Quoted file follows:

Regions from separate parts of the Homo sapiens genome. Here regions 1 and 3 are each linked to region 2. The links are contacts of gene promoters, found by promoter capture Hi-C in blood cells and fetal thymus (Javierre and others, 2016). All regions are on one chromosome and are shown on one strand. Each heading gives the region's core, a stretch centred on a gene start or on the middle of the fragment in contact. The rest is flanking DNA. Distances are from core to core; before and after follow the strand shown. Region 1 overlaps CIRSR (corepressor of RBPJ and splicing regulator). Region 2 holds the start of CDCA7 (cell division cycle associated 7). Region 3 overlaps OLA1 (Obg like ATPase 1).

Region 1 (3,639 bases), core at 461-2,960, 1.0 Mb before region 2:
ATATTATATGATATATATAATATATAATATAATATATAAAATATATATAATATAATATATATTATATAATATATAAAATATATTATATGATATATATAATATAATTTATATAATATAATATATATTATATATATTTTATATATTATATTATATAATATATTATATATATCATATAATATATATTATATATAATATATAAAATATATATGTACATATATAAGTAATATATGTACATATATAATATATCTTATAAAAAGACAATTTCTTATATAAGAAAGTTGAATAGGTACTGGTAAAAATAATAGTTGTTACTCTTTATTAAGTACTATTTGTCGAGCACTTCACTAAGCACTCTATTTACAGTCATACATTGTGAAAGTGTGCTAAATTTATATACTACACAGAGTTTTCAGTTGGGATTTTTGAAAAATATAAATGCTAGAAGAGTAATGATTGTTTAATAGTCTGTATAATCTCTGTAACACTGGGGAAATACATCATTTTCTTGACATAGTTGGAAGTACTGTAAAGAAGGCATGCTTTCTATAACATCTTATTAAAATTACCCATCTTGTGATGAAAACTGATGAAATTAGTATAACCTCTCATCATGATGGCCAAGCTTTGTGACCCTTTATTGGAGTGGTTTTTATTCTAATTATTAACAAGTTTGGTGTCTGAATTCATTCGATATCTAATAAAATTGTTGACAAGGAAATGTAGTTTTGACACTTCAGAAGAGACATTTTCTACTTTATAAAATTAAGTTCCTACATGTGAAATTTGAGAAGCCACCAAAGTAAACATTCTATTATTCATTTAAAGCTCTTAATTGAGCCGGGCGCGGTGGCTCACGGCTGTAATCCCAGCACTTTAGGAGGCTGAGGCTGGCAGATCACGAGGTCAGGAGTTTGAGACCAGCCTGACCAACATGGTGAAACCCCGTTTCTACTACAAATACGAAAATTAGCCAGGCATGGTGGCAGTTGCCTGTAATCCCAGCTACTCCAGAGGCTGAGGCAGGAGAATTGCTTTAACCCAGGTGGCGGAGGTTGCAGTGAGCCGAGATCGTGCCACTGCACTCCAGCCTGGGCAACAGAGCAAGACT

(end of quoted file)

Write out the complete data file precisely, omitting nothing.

Regions from separate parts of the Homo sapiens genome. Here regions 1 and 3 are each linked to region 2. The links are contacts of gene promoters, found by promoter capture Hi-C in blood cells and fetal thymus (Javierre and others, 2016). All regions are on one chromosome and are shown on one strand. Each heading gives the region's core, a stretch centred on a gene start or on the middle of the fragment in contact. The rest is flanking DNA. Distances are from core to core; before and after follow the strand shown. Region 1 overlaps CIRSR (corepressor of RBPJ and splicing regulator). Region 2 holds the start of CDCA7 (cell division cycle associated 7). Region 3 overlaps OLA1 (Obg like ATPase 1).

Region 1 (3,639 bases), core at 461-2,960, 1.0 Mb before region 2:
ATATTATATGATATATATAATATATAATATAATATATAAAATATATATAATATAATATATATTATATAATATATAAAATATATTATATGATATATATAATATAATTTATATAATATAATATATATTATATATATTTTATATATTATATTATATAATATATTATATATATCATATAATATATATTATATATAATATATAAAATATATATGTACATATATAAGTAATATATGTACATATATAATATATCTTATAAAAAGACAATTTCTTATATAAGAAAGTTGAATAGGTACTGGTAAAAATAATAGTTGTTACTCTTTATTAAGTACTATTTGTCGAGCACTTCACTAAGCACTCTATTTACAGTCATACATTGTGAAAGTGTGCTAAATTTATATACTACACAGAGTTTTCAGTTGGGATTTTTGAAAAATATAAATGCTAGAAGAGTAATGATTGTTTAATAGTCTGTATAATCTCTGTAACACTGGGGAAATACATCATTTTCTTGACATAGTTGGAAGTACTGTAAAGAAGGCATGCTTTCTATAACATCTTATTAAAATTACCCATCTTGTGATGAAAACTGATGAAATTAGTATAACCTCTCATCATGATGGCCAAGCTTTGTGACCCTTTATTGGAGTGGTTTTTATTCTAATTATTAACAAGTTTGGTGTCTGAATTCATTCGATATCTAATAAAATTGTTGACAAGGAAATGTAGTTTTGACACTTCAGAAGAGACATTTTCTACTTTATAAAATTAAGTTCCTACATGTGAAATTTGAGAAGCCACCAAAGTAAACATTCTATTATTCATTTAAAGCTCTTAATTGAGCCGGGCGCGGTGGCTCACGGCTGTAATCCCAGCACTTTAGGAGGCTGAGGCTGGCAGATCACGAGGTCAGGAGTTTGAGACCAGCCTGACCAACATGGTGAAACCCCGTTTCTACTACAAATACGAAAATTAGCCAGGCATGGTGGCAGTTGCCTGTAATCCCAGCTACTCCAGAGGCTGAGGCAGGAGAATTGCTTTAACCCAGGTGGCGGAGGTTGCAGTGAGCCGAGATCGTGCCACTGCACTCCAGCCTGGGCAACAGAGCAAGACT